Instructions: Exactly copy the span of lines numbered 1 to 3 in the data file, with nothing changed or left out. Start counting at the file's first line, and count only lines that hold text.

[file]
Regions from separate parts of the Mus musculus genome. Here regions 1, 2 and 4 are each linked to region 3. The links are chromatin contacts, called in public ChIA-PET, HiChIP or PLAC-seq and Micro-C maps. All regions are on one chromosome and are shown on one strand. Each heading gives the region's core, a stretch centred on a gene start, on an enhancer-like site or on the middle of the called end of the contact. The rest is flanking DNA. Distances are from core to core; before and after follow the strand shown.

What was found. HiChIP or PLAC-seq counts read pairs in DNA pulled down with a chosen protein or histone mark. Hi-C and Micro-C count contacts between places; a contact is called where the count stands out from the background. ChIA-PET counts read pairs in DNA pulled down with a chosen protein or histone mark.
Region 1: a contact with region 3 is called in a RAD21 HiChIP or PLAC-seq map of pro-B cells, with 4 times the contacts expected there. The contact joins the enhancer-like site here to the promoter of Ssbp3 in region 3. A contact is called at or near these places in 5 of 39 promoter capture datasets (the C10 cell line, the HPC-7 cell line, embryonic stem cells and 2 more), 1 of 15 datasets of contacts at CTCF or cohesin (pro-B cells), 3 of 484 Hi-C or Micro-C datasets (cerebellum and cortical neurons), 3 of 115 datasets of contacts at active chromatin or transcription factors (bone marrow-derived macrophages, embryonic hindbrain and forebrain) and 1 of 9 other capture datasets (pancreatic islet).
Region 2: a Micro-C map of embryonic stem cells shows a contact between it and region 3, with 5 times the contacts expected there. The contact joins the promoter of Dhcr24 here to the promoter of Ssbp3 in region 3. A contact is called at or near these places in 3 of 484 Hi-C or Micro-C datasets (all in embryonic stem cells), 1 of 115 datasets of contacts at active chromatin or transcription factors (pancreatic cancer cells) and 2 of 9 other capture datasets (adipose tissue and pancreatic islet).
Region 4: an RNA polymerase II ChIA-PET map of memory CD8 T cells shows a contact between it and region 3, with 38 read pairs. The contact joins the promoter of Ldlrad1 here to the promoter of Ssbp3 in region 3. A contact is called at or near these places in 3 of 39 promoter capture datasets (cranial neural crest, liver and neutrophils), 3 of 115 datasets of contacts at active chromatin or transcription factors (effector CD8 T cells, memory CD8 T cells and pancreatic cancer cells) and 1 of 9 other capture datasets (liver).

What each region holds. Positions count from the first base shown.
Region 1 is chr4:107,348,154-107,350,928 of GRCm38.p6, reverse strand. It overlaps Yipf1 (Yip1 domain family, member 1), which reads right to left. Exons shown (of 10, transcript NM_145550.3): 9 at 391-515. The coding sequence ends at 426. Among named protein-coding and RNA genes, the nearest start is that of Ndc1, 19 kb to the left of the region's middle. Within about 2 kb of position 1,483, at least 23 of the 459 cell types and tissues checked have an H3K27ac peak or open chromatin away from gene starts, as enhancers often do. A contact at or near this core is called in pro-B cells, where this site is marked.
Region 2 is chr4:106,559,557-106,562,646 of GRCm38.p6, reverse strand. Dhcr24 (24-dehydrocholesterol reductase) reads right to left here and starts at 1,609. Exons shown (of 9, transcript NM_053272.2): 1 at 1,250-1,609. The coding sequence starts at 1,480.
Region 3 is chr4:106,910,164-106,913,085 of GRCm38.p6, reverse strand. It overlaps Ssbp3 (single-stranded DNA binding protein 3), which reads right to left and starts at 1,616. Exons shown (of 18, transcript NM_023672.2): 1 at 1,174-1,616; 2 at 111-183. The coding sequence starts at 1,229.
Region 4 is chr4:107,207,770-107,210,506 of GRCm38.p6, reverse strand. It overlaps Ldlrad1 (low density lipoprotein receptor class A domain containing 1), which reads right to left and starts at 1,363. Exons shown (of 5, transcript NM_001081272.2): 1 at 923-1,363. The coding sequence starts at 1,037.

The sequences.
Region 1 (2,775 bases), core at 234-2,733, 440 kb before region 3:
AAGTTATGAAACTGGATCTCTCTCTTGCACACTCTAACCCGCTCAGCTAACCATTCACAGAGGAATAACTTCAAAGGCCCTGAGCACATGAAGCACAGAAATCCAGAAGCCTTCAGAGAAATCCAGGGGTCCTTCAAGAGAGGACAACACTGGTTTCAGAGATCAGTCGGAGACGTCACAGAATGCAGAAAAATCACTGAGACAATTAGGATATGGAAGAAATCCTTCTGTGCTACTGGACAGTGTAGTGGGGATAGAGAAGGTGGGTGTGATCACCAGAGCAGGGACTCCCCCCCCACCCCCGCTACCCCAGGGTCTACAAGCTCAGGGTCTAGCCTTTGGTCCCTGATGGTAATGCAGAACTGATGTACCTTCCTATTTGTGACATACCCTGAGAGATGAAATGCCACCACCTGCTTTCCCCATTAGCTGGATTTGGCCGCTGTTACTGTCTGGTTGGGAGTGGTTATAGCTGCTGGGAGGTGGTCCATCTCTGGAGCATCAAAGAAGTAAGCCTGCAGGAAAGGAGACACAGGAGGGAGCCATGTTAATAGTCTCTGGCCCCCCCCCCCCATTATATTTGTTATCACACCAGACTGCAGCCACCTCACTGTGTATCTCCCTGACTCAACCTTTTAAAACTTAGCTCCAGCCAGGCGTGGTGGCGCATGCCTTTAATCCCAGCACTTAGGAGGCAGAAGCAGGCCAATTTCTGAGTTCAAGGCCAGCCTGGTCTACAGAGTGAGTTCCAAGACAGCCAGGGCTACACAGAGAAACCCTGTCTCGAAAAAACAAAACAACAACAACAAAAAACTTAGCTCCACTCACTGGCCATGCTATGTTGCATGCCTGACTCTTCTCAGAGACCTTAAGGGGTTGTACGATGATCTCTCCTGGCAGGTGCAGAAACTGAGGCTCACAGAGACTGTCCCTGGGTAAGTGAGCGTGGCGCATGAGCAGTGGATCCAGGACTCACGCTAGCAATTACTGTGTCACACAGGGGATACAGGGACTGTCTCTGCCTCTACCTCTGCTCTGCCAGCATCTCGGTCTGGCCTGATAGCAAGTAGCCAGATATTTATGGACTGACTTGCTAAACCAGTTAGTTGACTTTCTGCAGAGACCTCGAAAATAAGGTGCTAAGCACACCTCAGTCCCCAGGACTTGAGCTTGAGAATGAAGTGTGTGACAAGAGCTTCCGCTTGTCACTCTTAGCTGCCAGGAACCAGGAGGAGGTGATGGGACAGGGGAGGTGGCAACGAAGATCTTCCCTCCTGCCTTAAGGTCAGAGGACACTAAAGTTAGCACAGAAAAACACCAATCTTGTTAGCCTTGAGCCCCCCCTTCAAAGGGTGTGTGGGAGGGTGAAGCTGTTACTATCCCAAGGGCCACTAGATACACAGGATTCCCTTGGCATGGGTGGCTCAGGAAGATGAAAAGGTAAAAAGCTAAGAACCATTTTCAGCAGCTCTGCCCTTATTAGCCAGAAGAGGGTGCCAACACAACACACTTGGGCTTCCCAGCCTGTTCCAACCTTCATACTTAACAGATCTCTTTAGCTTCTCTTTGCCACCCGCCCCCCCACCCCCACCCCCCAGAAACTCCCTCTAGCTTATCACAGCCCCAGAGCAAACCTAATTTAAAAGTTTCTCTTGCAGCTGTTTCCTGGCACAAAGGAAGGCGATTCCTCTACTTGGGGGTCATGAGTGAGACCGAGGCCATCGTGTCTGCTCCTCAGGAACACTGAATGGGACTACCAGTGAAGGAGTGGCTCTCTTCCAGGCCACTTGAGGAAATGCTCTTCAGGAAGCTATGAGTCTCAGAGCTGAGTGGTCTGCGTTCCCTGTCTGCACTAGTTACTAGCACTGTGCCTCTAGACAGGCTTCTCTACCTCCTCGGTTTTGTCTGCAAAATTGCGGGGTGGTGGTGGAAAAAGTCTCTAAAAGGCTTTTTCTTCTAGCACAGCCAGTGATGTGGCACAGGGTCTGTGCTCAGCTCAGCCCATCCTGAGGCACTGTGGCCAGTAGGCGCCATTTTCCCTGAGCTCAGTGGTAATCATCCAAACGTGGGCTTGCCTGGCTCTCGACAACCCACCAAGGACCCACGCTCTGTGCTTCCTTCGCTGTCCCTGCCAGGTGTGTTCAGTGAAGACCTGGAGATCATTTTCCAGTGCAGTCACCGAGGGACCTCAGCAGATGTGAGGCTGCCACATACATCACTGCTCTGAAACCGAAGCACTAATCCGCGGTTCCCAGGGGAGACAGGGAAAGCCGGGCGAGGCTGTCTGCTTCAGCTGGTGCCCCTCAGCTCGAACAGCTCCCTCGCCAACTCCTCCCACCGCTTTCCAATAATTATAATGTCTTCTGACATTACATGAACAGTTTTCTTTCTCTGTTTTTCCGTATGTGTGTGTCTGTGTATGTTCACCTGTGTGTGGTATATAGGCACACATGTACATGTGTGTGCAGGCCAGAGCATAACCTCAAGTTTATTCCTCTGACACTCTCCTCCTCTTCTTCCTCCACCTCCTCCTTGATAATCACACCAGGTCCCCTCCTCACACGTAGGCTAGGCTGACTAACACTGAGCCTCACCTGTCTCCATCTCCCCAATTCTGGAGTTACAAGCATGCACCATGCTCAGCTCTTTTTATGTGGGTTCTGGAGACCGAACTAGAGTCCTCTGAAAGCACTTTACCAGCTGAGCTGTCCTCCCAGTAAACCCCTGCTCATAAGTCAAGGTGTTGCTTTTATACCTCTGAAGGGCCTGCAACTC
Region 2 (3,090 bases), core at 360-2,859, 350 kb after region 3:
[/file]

Regions from separate parts of the Mus musculus genome. Here regions 1, 2 and 4 are each linked to region 3. The links are chromatin contacts, called in public ChIA-PET, HiChIP or PLAC-seq and Micro-C maps. All regions are on one chromosome and are shown on one strand. Each heading gives the region's core, a stretch centred on a gene start, on an enhancer-like site or on the middle of the called end of the contact. The rest is flanking DNA. Distances are from core to core; before and after follow the strand shown.

What was found. HiChIP or PLAC-seq counts read pairs in DNA pulled down with a chosen protein or histone mark. Hi-C and Micro-C count contacts between places; a contact is called where the count stands out from the background. ChIA-PET counts read pairs in DNA pulled down with a chosen protein or histone mark.
Region 1: a contact with region 3 is called in a RAD21 HiChIP or PLAC-seq map of pro-B cells, with 4 times the contacts expected there. The contact joins the enhancer-like site here to the promoter of Ssbp3 in region 3. A contact is called at or near these places in 5 of 39 promoter capture datasets (the C10 cell line, the HPC-7 cell line, embryonic stem cells and 2 more), 1 of 15 datasets of contacts at CTCF or cohesin (pro-B cells), 3 of 484 Hi-C or Micro-C datasets (cerebellum and cortical neurons), 3 of 115 datasets of contacts at active chromatin or transcription factors (bone marrow-derived macrophages, embryonic hindbrain and forebrain) and 1 of 9 other capture datasets (pancreatic islet).